The new holes at The Machrie Golf Links are shaped and seeded and if all goes well will be ready for play in the summer of 2014, according to head greenkeeper Simon Freeman.
Because the course has no irrigation, it is difficult for Freeman to be more precise with an opening date.
David J. Russell of RAW Golf Course Design is overseeing the significant changes to the course that is located on Islay, the southern most island of Scotland’s Inner Hebrides.
The Russell design for the 10th should be one of if not the most photographed new holes once it opens.
Golfers will walk to the right off the ninth green and up a dune to the tee that is behind the existing 11th tee. The stunning scene is of Laggan Bay and the western portion of Islay that wraps around into view. Playing at about 155 yards from the back tees, golfers will hit down to a large putting surface on which the back edge rises and melds into the dune grass.
The existing par-3 10th will be eradicated.
When golfers complete the new hole, they will head right off the green to the right for the the new 11th tee. The ensuing shot will play over the old 10th green and down the existing 11th fairway. The angle change as a result of the new tee will do away with the need for internal out of bounds on the right side of the hole, which abuts the 13th.
As far as the second hole, the existing tee behind the first green will be abandoned and replaced with a tee to the right of the first green. The current second green will replaced by one that is 40 yards beyond it.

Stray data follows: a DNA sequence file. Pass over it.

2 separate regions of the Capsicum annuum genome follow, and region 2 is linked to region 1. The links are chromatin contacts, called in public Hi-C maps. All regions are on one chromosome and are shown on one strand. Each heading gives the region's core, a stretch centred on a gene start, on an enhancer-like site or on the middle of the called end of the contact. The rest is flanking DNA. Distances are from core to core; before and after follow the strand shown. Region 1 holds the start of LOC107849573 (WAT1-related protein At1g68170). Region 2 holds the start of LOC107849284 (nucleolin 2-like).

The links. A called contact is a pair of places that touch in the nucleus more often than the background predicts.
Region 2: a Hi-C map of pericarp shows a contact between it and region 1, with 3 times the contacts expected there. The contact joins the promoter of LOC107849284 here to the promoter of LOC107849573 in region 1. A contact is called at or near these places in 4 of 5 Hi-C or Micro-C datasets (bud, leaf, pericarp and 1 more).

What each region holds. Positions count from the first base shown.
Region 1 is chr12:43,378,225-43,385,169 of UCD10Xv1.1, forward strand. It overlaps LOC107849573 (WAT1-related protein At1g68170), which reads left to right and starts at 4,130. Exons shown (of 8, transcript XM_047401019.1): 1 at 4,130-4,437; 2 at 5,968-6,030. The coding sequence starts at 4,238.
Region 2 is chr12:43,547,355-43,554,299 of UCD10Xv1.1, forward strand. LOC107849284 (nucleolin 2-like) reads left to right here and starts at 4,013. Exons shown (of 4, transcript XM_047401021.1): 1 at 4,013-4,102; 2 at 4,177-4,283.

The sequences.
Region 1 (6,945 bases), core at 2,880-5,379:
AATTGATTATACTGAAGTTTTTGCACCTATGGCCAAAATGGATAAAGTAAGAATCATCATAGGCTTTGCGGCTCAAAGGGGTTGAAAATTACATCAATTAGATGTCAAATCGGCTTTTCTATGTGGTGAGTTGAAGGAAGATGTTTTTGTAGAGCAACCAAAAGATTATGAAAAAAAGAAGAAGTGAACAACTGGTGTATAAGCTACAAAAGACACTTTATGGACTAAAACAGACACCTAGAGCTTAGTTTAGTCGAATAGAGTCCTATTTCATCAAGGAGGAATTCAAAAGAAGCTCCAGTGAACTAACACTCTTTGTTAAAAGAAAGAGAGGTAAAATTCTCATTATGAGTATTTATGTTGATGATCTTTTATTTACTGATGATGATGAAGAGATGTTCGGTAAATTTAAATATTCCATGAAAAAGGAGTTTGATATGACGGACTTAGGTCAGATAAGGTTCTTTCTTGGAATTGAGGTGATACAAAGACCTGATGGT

Freeman said that when heavy winds are ripping directly at the existing second tee, shorter hitters cannot reach the landing area. With the new hole that should not be a problem. Also, from the new tee the farthest landing sought after by longer hitters hoping to reach the putting surface in two shots, narrows as the result of dunes on the right and a burn that runs on the left that runs almost the entire length of the hole. The burn will also come into play on approach shots as it edges in towards the putting surface on the left, then wraps around behind it.
The 1891 Willie Campbell design was altered significantly in the mid 1970s after the farmer leasing land to the club that was home to parts of the second, all of the third—the legendary Mount Zion hole—and part of the fourth holes, opted not to extend the contract so he could gain access to the burn.
Architect Donald Steele was brought in with the assignment of adding and reconfiguring holes to make up for the ones lost. Unfortunately, much of what Steel came up with does not fit with the Willie Campbell design, especially the existing 10th, a mundane par-3.
(Photos: Anthony Pioppi. Graphic: Courtesy The Machrie Golf Links.)